As the power demand goes up so the generators slow down releasing some of that energy rather than only using fuel to meet transient demand. When demand reduces the fuel builds the speed back up to above nominal waiting for the surge (TV tea breaks).
Effectively, allowing a wide tolerance reduces the cost of energy supply.
Hi Andrew
! I'm sure i can sort everything out from that thanks




Ok in English, i have an extremely well made platter,sub platter & bearing i wish to use but need to work out a pulley to suit my Premotec AC motor.I'm in the UK on a 50Hz cycle..Not intrested in 45rpm only 33.3..All i need are the aid to the mathmatics, then i can take it from there.
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Old 18th July 2007, 01:12 PM   #4
AndrewT is offline AndrewT  Scotland
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How many poles are used in the synchronous motor?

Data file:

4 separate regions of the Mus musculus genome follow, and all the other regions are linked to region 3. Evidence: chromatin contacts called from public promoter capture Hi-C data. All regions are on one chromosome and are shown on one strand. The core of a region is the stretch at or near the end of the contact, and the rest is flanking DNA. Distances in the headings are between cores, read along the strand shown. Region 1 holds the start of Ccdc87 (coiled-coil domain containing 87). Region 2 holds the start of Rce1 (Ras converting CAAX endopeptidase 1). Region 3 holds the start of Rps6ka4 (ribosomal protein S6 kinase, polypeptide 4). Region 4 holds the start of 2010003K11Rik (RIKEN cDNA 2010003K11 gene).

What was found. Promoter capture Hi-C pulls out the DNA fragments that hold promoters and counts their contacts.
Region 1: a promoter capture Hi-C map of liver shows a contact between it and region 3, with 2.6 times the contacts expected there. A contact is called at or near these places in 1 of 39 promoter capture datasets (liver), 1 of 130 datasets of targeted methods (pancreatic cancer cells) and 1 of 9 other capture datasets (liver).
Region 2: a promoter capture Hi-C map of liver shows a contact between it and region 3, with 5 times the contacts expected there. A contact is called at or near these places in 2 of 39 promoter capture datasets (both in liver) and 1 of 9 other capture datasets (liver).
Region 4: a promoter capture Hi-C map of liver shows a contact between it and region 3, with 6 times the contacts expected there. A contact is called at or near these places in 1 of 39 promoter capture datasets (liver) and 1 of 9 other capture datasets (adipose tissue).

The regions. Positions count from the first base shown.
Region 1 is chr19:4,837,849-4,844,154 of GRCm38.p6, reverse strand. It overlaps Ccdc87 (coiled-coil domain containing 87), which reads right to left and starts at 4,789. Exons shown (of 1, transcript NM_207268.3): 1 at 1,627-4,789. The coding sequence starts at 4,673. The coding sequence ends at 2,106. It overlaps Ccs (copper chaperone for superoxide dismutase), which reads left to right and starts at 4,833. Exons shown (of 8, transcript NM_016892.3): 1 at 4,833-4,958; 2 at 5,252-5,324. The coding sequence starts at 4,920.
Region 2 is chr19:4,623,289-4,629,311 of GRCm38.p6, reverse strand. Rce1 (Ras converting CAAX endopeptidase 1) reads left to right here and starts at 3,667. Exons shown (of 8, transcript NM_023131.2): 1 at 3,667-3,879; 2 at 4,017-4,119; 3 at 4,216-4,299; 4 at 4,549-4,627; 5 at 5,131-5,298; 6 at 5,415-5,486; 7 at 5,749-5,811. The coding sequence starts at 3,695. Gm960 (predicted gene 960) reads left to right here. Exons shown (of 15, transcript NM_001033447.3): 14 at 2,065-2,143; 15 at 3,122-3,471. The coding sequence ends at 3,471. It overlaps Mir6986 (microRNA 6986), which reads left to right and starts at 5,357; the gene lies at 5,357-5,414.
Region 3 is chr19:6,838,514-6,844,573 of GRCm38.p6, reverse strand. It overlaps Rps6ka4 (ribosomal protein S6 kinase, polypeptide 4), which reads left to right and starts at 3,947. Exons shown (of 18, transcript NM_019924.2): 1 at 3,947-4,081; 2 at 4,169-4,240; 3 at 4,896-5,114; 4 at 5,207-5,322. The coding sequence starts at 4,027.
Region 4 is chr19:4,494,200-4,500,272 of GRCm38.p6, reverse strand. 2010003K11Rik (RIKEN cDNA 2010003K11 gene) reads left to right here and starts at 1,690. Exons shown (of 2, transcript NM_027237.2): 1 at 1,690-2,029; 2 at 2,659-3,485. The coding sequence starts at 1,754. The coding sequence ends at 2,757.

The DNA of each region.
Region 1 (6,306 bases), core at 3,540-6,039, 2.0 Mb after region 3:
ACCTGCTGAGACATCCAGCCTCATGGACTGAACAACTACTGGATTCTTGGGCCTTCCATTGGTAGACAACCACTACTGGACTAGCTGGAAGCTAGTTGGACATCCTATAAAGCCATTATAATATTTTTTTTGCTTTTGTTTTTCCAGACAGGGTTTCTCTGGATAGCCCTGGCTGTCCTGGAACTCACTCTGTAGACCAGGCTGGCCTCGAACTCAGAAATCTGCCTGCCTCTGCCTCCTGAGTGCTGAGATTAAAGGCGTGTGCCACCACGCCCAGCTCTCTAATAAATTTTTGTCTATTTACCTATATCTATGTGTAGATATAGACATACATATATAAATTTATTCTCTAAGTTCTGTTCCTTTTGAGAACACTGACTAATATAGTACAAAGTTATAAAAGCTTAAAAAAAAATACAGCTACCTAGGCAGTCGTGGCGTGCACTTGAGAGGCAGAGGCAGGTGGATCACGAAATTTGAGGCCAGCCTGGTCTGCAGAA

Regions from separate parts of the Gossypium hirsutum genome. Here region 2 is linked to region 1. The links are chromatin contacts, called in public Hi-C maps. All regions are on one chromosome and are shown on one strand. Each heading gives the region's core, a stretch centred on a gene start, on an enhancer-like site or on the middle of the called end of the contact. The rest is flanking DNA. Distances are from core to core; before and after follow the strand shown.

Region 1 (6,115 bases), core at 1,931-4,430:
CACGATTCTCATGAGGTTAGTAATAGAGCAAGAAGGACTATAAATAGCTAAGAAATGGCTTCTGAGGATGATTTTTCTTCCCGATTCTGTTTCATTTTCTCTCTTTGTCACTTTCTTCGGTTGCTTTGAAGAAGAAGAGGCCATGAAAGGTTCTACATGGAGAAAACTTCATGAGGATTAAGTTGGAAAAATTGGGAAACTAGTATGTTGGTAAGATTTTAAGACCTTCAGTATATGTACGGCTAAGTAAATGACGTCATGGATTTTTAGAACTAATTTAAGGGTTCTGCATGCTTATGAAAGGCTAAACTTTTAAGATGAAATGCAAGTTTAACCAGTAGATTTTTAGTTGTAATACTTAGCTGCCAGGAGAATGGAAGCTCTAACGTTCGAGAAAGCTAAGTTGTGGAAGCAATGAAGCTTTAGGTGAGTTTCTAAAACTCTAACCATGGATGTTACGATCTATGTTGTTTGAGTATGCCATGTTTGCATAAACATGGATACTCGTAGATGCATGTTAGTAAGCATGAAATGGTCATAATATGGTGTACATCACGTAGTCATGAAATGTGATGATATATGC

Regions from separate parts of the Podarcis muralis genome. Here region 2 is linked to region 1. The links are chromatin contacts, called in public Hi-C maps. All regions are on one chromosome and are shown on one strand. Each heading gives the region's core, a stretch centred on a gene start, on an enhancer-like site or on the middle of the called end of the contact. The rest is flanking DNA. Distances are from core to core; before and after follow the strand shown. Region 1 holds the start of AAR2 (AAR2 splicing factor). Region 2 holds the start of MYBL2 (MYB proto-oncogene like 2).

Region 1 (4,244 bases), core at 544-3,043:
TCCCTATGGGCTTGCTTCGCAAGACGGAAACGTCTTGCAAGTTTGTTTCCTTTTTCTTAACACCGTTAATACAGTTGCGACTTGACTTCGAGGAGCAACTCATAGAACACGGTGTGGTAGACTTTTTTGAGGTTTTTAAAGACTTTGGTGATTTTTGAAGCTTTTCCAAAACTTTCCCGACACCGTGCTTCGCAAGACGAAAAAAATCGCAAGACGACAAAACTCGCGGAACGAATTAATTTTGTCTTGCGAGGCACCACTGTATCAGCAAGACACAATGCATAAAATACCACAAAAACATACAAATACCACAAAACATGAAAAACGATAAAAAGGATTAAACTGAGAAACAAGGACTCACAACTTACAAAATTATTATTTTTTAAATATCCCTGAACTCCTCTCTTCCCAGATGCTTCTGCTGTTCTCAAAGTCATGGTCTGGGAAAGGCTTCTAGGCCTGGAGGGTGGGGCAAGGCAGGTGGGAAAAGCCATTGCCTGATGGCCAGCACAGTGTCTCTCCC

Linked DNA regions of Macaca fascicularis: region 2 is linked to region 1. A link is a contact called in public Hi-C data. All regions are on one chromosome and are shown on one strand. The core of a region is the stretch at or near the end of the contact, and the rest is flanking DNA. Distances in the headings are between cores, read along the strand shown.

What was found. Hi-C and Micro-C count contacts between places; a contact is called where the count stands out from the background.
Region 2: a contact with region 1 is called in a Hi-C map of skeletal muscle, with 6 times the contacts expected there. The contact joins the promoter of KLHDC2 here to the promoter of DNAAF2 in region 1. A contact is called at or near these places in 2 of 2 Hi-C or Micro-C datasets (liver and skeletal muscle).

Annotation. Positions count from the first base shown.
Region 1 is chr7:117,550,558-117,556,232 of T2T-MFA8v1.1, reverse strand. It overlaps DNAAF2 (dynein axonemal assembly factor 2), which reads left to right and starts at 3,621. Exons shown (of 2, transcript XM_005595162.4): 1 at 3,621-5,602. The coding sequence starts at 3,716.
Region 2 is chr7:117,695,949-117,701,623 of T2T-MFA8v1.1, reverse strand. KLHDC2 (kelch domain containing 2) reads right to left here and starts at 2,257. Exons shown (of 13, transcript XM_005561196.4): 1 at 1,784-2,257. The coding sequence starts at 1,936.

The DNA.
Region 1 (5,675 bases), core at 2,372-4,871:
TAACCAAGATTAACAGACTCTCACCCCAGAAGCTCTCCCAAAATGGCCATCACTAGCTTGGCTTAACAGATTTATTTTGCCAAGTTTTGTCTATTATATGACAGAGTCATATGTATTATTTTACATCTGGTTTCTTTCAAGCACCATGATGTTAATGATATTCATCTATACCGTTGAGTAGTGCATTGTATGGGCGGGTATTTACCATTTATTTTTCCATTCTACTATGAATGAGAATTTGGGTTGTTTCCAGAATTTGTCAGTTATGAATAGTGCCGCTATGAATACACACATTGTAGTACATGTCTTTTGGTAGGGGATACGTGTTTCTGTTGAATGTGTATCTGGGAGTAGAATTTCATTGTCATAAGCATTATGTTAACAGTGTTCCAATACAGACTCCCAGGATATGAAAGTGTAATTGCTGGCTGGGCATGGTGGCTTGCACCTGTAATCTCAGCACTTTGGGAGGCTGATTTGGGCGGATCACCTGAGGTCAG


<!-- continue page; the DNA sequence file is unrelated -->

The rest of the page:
A two pole motor turns at 1500rpm.
Most belt drive motors are much slower, 8pole/12pole/16pole are fairly common.
Can you measure or estimate the motor speed?
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Old 18th July 2007, 01:21 PM   #5
oshifis is offline oshifis  Hungary
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It depends on the revolution per minute of the motor. For the most frequent 1500 rpm the diameter ratio would be 1:45. In reality a bit larger pulley diameter is needed because of the motor slip. Slip is called the few percent slowdown of the asynchronous motor related to the rotating magnetic field (and not the belt "slipping"). Once I have made a pulley like this by machined to about 5 % larger and then gradually reduced it with sandpaper while rotating (belt removed, diameter adjusted, belt up, speed check,...).